Ellison was inspired by the paper written by Edgar F. Codd on relational database systems named "A Relational Model of Data for Large Shared Data Banks." He founded Oracle in 1977, putting up a mere $2000 of his own money, under the name Software Development Laboratories (SDL). In 1979, the company was renamed Relational Software Inc., later renamed Oracle after the flagship product Oracle database. He had heard about the IBM System R database, also based on Codd's theories, and wanted Oracle to be compatible with it, but IBM made this impossible by refusing to share System R's code. The initial release of Oracle was Oracle 2; there was no Oracle 1. The release number was intended to imply that all of the bugs had been worked out of an earlier version.
In 1990, Oracle laid off 10% (about 400 people) of its work force because of a mismatch between cash and revenues. This crisis, which almost resulted in Oracle's bankruptcy, came about because of Oracle's "up-front" marketing strategy, in which sales people urged potential customers to buy the largest possible amount of software all at once. The sales people then booked the value of future license sales in the current quarter, thereby increasing their bonuses. This became a problem when the future sales subsequently failed to materialize. Oracle eventually had to restate its earnings twice, and also to settle out of court class action lawsuits arising from its having over Although IBM dominated the mainframe relational database market with its DB2 and SQL/DS database products, it delayed entering the market for a relational database on UNIX and Windows operating systems. This left the door open for Sybase, Oracle, and Informix (and eventually Microsoft) to dominate mid-range and microcomputers.
Around this time, Oracle fell behind technically to Sybase. In 1990-1993, Sybase was the fastest growing database company and the database industry's darling vendor, but soon fell victim to its merger mania. Sybase's 1993 merger with PowerSoft resulted in a loss of focus on its core database technology. In 1993, Sybase sold the rights to its database software running under the Windows operating system to Microsoft Corporation, which now markets it under the name "SQL Server."
In 1994, Informix Software overtook Sybase and became Oracle's most important rival. The intense war between Informix CEO Phil White and Ellison was front page Silicon Valley news for three years. Ultimately, Oracle defeated Informix in 1997. In the same year, Ellison was made a director of Apple Computer after Steve Jobs came back to the company. Ellison resigned in 2002, saying that he did not have the time to attend necessary formal board meetings. In November of 2005, a book detailing the war between Oracle and Informix was published. "The Real Story of Informix Software and Phil White" provides a detailed chronology of the battle of Informix against Oracle, and how Informix Software's CEO Phil White landed in jail because of his obsession to overtake Ellison.
Once Informix and Sybase were defeated, Oracle enjoyed years of industry dominance until the rise of Microsoft's SQL Server in the late 90s and IBM's acquisition of Informix Software in 2001 to complement their DB2 database. Today Oracle's main competition for new database licenses on UNIX, Linux, and Windows operating systems is with IBM's DB2, the open source database MySQL, and with Microsoft SQL Server (which only runs on Windows). IBM's DB2 still dominates the mainframe database market.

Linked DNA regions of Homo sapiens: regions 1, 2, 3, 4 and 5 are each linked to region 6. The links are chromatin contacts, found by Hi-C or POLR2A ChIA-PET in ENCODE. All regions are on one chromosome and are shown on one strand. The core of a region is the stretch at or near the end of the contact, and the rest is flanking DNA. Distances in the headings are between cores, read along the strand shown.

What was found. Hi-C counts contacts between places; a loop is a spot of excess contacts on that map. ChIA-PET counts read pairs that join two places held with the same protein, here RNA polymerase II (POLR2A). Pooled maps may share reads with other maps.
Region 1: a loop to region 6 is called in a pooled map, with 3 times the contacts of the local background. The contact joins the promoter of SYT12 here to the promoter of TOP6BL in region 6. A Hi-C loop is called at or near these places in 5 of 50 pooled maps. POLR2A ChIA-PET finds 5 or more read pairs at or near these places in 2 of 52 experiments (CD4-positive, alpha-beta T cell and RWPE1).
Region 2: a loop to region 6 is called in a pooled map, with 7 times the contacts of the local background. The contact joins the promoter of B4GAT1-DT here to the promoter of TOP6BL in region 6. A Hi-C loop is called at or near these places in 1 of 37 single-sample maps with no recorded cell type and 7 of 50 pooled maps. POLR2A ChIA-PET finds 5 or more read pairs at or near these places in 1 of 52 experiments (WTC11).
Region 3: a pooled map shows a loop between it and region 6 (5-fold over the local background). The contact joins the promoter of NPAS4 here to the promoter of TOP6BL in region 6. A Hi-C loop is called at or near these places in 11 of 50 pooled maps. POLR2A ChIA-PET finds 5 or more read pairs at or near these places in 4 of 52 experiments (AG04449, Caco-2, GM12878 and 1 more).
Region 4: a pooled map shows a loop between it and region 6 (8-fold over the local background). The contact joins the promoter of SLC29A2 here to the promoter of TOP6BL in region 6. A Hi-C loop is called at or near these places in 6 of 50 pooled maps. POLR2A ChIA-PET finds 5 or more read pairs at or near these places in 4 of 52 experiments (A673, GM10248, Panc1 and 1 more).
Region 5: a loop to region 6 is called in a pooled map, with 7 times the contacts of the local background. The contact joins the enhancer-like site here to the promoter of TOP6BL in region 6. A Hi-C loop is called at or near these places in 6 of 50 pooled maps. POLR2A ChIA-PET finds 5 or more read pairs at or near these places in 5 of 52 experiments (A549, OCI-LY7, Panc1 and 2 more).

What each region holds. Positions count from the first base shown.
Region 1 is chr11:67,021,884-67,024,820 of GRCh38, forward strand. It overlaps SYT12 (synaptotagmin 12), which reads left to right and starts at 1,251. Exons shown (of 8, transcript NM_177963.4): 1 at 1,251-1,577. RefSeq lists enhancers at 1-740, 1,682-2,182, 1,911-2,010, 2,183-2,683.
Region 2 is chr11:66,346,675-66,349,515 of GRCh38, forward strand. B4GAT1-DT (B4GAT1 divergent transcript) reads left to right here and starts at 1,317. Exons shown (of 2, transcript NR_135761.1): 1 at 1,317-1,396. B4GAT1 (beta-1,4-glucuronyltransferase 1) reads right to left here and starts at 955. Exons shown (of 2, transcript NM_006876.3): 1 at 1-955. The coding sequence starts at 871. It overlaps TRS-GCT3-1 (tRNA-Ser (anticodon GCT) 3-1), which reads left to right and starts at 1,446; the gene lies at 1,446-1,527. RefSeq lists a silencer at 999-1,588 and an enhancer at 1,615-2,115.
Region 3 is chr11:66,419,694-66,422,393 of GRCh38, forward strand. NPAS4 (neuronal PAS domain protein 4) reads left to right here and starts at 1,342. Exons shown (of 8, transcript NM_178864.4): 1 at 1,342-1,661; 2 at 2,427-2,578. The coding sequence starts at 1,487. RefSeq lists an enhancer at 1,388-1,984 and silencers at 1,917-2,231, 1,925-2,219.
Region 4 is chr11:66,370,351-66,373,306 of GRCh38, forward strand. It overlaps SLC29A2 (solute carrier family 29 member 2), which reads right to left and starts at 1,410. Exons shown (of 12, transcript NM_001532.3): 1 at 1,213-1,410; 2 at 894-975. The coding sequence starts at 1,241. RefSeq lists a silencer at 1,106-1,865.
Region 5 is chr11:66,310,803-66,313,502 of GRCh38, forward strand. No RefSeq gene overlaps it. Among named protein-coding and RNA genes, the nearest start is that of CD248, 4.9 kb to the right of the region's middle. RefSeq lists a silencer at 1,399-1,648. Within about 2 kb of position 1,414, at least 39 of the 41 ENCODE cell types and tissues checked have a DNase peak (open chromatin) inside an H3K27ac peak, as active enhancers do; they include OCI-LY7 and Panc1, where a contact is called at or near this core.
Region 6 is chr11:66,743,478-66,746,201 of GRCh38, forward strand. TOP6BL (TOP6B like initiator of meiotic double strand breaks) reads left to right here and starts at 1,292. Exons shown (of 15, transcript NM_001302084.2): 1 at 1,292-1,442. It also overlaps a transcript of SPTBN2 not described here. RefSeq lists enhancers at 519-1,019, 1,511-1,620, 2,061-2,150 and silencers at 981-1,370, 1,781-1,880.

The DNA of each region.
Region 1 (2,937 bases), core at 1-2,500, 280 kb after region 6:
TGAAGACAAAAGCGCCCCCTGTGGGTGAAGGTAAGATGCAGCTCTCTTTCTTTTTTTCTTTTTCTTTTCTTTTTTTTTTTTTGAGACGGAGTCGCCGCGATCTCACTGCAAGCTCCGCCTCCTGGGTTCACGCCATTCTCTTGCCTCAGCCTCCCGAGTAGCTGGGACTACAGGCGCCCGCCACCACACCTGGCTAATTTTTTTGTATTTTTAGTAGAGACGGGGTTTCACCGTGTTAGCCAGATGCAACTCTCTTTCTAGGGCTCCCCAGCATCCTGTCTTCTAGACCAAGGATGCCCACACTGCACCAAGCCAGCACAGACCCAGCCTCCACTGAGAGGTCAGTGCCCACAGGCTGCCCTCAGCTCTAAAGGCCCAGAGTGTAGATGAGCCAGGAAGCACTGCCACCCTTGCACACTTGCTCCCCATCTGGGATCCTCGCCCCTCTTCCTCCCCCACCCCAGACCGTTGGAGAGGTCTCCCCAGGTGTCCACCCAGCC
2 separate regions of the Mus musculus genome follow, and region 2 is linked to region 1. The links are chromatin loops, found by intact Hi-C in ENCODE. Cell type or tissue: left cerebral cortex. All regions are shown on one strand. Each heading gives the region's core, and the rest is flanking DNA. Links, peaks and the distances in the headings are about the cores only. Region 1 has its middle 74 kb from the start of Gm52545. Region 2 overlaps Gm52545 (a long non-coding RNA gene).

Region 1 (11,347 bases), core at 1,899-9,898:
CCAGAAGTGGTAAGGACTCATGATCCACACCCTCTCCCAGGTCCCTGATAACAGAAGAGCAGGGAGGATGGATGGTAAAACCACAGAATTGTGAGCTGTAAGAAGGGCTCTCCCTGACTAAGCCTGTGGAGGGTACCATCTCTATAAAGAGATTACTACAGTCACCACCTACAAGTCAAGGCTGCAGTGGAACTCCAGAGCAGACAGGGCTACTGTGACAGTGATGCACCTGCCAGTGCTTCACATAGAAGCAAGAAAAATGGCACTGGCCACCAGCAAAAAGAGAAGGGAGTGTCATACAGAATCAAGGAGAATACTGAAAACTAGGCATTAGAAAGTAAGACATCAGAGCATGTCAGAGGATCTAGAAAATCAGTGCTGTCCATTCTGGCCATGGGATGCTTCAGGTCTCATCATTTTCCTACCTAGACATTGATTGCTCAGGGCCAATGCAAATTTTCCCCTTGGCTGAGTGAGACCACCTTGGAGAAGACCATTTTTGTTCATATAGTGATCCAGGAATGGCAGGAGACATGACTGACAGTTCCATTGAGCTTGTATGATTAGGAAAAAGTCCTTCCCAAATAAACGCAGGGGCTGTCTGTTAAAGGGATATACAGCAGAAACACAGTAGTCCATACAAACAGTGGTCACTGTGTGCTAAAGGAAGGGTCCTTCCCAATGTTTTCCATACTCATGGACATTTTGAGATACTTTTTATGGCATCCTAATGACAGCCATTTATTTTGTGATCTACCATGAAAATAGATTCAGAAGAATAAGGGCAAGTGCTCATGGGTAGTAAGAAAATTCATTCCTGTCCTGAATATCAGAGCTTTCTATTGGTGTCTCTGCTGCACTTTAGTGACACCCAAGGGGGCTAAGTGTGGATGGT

In 2005, Oracle paid Ellison a $975,000 salary, a $6,500,000 bonus, and other compensation of $955,100. Forbes listed Ellison's 2005 net worth as $18.4 billion, making him one of the richest people in America, and the ninth richest man in the world. For a short period in 2000, Ellison was the richest man in the world. In 2006, Forbes ranked Ellison as the richest Californian. In interviews, Ellison notes that his actual wealth — money that he is realistically free to spend — is more like $2 billion, and that if he tried to sell all of his Oracle stock, its price would fall to zero. Ellison used to own large stakes in both Salesforce.com and NetSuite.
Being one of the world's wealthiest persons, Ellison is known for his extravagant lifestyle. Ellison is the second largest financier of BMW Oracle Racing, which unsuccessfully competed to be selected as the challenger for the 2007 America's Cup on behalf of the Golden Gate Yacht Club of San Francisco. BMW Oracle Racing was the Challenger of Record for the 2007 America's Cup in Valencia, Spain until eliminated from the 2007 Louis Vuitton Cup challenger selection series in the semi-finals. Oracle Corporation does not provide any financial support to BMW Oracle Racing but grants permission for use of its logo and branding.
Oracle Racing also participated in the challenger selection series for the 2003 America's Cup but was defeated in the final of the 2003 Louis Vuitton Cup.Ellison won the 1998 Sydney to Hobart Yacht Race in his yacht "Sayonara". A storm that broke out during the race cost 6 sailors (none from the Sayonara) their lives, an experience that led Ellison to swear off personal participation in ocean racing.
Ellison owns the fifth largest yacht in the world named "Rising Sun" which reportedly cost over US$200 million to build. Rising Sun is 452.75ft (138 m) long.Ellison owns many exotic cars, including a McLaren F1, Bentley Flying Spur, Bentley Continental GT, and several Acura NSX, which is his favorite daily driver.
Ellison is a certificated pilot and has owned several unusual aircraft, including fighter jets. Ellison has been cited several times by the City of San Jose for violating its limits on late night takeoffs and landings from San Jose Mineta International Airport by planes weighing more than 75 000 pounds (34 019 kg). San Jose granted him a personal waiver from these regulations in 2001.
Really Rags to Riches storyline but this is not the end and Oracle has long journey before it reaches the peak and stay as undisputed leader in IT Space. Let see.